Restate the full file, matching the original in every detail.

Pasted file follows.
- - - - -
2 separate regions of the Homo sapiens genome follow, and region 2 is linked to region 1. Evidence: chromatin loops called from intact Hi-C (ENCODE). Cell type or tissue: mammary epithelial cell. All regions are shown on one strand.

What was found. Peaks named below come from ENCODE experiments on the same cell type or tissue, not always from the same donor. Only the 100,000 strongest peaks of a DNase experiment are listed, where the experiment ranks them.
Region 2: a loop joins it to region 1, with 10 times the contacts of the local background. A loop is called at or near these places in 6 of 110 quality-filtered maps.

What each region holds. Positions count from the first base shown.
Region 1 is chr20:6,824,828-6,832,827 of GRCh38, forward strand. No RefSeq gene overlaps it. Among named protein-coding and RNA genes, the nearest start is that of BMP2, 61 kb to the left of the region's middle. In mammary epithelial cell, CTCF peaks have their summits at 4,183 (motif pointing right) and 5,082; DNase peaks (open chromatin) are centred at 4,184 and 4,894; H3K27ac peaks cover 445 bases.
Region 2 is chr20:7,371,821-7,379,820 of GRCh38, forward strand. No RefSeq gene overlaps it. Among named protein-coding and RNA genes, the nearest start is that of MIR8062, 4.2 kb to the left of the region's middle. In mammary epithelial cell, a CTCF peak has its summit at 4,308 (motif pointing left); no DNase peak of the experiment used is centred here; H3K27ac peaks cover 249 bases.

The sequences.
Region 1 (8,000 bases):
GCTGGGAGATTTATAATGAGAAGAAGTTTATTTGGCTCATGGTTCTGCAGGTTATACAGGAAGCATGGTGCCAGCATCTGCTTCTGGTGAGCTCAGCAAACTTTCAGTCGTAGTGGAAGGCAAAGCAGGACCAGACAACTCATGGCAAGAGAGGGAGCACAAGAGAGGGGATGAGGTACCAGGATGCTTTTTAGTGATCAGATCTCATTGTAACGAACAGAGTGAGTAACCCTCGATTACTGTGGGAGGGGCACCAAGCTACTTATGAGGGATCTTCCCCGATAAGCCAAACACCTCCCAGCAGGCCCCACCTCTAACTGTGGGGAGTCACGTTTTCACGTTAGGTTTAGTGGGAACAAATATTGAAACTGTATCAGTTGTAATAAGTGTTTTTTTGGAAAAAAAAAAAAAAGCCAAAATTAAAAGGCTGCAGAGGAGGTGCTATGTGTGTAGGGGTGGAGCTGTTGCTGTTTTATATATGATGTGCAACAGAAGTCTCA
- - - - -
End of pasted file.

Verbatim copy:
2 separate regions of the Homo sapiens genome follow, and region 2 is linked to region 1. Evidence: chromatin loops called from intact Hi-C (ENCODE). Cell type or tissue: mammary epithelial cell. All regions are shown on one strand.

What was found. Peaks named below come from ENCODE experiments on the same cell type or tissue, not always from the same donor. Only the 100,000 strongest peaks of a DNase experiment are listed, where the experiment ranks them.
Region 2: a loop joins it to region 1, with 10 times the contacts of the local background. A loop is called at or near these places in 6 of 110 quality-filtered maps.

What each region holds. Positions count from the first base shown.
Region 1 is chr20:6,824,828-6,832,827 of GRCh38, forward strand. No RefSeq gene overlaps it. Among named protein-coding and RNA genes, the nearest start is that of BMP2, 61 kb to the left of the region's middle. In mammary epithelial cell, CTCF peaks have their summits at 4,183 (motif pointing right) and 5,082; DNase peaks (open chromatin) are centred at 4,184 and 4,894; H3K27ac peaks cover 445 bases.
Region 2 is chr20:7,371,821-7,379,820 of GRCh38, forward strand. No RefSeq gene overlaps it. Among named protein-coding and RNA genes, the nearest start is that of MIR8062, 4.2 kb to the left of the region's middle. In mammary epithelial cell, a CTCF peak has its summit at 4,308 (motif pointing left); no DNase peak of the experiment used is centred here; H3K27ac peaks cover 249 bases.

The sequences.
Region 1 (8,000 bases):
GCTGGGAGATTTATAATGAGAAGAAGTTTATTTGGCTCATGGTTCTGCAGGTTATACAGGAAGCATGGTGCCAGCATCTGCTTCTGGTGAGCTCAGCAAACTTTCAGTCGTAGTGGAAGGCAAAGCAGGACCAGACAACTCATGGCAAGAGAGGGAGCACAAGAGAGGGGATGAGGTACCAGGATGCTTTTTAGTGATCAGATCTCATTGTAACGAACAGAGTGAGTAACCCTCGATTACTGTGGGAGGGGCACCAAGCTACTTATGAGGGATCTTCCCCGATAAGCCAAACACCTCCCAGCAGGCCCCACCTCTAACTGTGGGGAGTCACGTTTTCACGTTAGGTTTAGTGGGAACAAATATTGAAACTGTATCAGTTGTAATAAGTGTTTTTTTGGAAAAAAAAAAAAAAGCCAAAATTAAAAGGCTGCAGAGGAGGTGCTATGTGTGTAGGGGTGGAGCTGTTGCTGTTTTATATATGATGTGCAACAGAAGTCTCA